In order to efficiently store data, we often spread related information across multiple tables.

For instance, imagine that we own an e-commerce business and we want to track the products that have been ordered from our website.

We could have one table with all of the following information:

  • order_id
  • customer_id
  • customer_name
  • customer_address
  • customer_phone_number
  • product_id
  • product_description
  • product_price
  • quantity
  • timestamp

However, a lot of this information would be repeated. If the same customer makes multiple orders, that customer’s name, address, and phone number will be reported multiple times. If the same product is ordered by multiple customers, then the product price and description will be repeated. This will make our orders table big and unmanageable.

So instead, we can split our data into three tables:

  • orders would contain the information necessary to describe an order: order_id, customer_id, product_id, quantity, and timestamp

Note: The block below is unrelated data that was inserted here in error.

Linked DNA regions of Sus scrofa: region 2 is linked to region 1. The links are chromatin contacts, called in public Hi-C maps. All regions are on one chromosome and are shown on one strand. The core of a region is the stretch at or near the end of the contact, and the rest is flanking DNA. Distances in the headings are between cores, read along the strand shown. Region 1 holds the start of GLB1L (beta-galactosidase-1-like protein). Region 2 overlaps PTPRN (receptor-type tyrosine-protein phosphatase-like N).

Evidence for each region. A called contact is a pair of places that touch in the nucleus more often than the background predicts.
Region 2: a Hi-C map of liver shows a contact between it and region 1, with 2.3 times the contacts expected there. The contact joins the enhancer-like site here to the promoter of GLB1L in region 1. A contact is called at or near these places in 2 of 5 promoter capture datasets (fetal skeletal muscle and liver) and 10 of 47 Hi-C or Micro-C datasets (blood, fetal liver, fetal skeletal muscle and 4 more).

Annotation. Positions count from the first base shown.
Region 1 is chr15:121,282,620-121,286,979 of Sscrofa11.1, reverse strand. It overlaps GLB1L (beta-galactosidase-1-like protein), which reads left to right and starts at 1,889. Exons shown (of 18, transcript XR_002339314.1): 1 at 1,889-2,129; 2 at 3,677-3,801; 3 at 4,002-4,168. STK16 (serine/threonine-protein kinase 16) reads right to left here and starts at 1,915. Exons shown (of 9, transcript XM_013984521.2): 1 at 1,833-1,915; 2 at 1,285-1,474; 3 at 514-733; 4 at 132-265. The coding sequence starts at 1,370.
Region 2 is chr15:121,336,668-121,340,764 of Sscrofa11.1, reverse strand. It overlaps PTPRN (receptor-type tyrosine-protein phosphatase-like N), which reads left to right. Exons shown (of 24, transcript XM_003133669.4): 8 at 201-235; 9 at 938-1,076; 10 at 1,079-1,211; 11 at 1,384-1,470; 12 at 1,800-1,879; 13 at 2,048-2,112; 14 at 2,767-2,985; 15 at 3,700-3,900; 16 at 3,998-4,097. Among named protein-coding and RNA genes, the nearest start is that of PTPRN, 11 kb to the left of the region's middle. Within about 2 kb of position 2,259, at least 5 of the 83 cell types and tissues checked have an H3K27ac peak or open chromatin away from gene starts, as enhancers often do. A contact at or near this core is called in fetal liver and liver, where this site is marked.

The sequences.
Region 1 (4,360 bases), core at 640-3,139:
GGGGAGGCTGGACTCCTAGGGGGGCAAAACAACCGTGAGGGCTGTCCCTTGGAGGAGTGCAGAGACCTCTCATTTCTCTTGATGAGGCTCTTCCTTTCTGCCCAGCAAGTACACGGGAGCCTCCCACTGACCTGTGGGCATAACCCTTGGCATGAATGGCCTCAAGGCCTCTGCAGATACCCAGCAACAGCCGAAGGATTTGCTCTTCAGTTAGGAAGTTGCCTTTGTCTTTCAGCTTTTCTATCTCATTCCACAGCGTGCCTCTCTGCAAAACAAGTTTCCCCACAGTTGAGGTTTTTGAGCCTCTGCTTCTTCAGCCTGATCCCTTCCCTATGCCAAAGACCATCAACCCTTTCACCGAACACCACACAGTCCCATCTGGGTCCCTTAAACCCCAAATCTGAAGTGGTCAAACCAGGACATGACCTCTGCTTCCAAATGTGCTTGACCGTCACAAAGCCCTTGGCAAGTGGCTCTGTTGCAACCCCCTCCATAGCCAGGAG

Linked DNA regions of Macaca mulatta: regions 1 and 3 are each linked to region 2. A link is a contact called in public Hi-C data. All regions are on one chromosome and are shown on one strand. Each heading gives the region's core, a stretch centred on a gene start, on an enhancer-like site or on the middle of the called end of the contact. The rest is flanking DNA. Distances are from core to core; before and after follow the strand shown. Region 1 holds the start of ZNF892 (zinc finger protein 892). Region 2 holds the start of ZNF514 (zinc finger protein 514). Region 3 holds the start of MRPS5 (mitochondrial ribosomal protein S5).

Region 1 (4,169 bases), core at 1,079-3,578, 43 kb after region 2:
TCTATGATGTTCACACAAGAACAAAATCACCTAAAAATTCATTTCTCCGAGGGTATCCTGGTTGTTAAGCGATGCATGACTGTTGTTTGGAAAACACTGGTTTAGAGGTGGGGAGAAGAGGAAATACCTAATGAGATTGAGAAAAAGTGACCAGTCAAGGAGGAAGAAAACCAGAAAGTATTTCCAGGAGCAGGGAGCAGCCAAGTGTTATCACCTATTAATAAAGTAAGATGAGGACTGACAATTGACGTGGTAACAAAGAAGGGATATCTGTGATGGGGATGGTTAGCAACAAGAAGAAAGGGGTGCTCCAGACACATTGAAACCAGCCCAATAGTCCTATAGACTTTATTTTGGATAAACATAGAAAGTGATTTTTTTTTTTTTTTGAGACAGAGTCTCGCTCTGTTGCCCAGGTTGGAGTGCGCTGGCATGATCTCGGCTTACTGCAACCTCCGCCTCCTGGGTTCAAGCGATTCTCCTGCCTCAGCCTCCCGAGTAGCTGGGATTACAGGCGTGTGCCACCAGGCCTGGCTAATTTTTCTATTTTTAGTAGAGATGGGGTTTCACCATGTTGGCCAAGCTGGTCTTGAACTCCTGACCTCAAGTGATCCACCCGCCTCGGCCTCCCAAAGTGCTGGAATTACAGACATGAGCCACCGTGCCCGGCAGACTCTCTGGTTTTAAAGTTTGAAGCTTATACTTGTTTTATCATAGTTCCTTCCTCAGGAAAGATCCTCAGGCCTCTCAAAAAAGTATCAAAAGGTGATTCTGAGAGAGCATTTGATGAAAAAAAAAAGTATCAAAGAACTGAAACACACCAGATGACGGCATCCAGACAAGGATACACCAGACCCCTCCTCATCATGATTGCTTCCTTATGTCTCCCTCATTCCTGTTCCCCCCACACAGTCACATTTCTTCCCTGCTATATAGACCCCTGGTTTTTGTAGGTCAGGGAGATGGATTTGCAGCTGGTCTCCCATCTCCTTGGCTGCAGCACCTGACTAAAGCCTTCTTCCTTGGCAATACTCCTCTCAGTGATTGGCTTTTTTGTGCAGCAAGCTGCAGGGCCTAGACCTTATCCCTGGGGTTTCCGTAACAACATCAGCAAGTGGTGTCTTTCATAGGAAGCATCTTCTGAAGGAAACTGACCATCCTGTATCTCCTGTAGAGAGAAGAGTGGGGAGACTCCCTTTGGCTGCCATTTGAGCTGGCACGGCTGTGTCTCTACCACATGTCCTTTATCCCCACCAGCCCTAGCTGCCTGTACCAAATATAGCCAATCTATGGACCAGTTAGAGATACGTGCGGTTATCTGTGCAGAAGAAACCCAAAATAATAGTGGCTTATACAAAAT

• products would contain the information to describe each product: product_id, product_description and product_price
  • customers would contain the information for each customer: customer_id, customer_name, customer_address, and customer_phone_number

In this lesson, we will learn the dplyr commands that help us work with data stored in multiple tables.



In notebook.Rmd, we’ve loaded in three data frames: orders, products, and customers.

Begin by inspecting orders using head(). What columns are in the data frame?


Now inspect products using head().

Are there any columns in common with orders?


Finally inspect customers using head().

Are there any columns in common with orders or products?

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